Turkey dinners and cancelled plans: Canadians weigh danger of COVID-19 over holidays

Turkey dinners and cancelled plans: Canadians weigh danger of COVID-19 over holidays

Christmas Day for many Canadians this year means fewer people gathered around a twinkling tree tearing open presents, but others say COVID-19 hasn’t changed their holiday plans.

Several provinces have been reporting record-high daily infection counts and health officials have urged people to cut back on gatherings.

They say the fast-spreading Omicron variant is driving the spike.

Quebec reported a new record of just over 10,000 cases on Christmas Eve, and Ontario broke its highest count with nearly 9,571.

British Columbia announced a new high of 2,144 infections and Manitoba broke its record with 742.

Nunavut, with eight infections in several communities, ordered a full lockdown in the territory.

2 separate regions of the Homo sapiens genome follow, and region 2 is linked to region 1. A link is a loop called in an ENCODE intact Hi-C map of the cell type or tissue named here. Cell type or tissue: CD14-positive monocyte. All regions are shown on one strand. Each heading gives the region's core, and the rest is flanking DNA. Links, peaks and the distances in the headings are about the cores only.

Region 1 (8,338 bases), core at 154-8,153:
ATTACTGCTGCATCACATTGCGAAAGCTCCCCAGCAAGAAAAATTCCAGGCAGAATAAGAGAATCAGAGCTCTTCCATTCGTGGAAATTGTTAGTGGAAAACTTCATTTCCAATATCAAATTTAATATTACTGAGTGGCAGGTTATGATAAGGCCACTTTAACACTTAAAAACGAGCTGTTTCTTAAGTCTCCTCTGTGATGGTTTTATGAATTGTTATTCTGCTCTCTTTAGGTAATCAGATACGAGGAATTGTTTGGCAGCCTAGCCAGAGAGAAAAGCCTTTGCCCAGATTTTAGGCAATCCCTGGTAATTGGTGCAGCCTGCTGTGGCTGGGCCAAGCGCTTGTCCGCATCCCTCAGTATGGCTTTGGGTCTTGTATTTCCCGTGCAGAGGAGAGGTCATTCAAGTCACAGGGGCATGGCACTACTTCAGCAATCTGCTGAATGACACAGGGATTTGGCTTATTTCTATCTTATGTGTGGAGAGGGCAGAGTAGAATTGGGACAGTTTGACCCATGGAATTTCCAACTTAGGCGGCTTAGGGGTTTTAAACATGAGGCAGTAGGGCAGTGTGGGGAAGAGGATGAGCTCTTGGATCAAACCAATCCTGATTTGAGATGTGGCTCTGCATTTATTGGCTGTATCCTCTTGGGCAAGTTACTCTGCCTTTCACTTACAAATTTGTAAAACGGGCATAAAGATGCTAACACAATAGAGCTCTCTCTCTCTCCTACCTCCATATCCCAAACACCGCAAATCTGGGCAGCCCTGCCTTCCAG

Patricia MacDowell says she wasn’t worried about hosting a Christmas Eve turkey dinner family at her home in Montreal.

MacDowell is unvaccinated and was hosting three vaccinated relatives. But she said doesn’t worry because she’s in good health.

“Literally, last Christmas, we kept all the blinds closed because we didn’t want anyone to see that we were eating dinner because we weren’t allowed,” she said.

“At least now we’ll be able to leave the curtains open. While we eat, we won’t feel like we’re criminals.”

Quebec is allowing groups of 10 to gather for Christmas, but come Boxing Day, gathering sizes will be reduced to six people or two-family bubbles. Bars, movie theatres and gyms were ordered to close earlier in the week.

Toronto-based Dr. Naheed Dosani said it’s his duty as a front-line worker to forgo another year of celebrating with family and friends to protect community health.

“We have come so far and sacrificed so much that, at this time, a decision to put a hold on holiday get-together plans is the right thing to do,” he said.

This report by The Canadian Press was first published Dec. 25, 2021.

The Canadian Press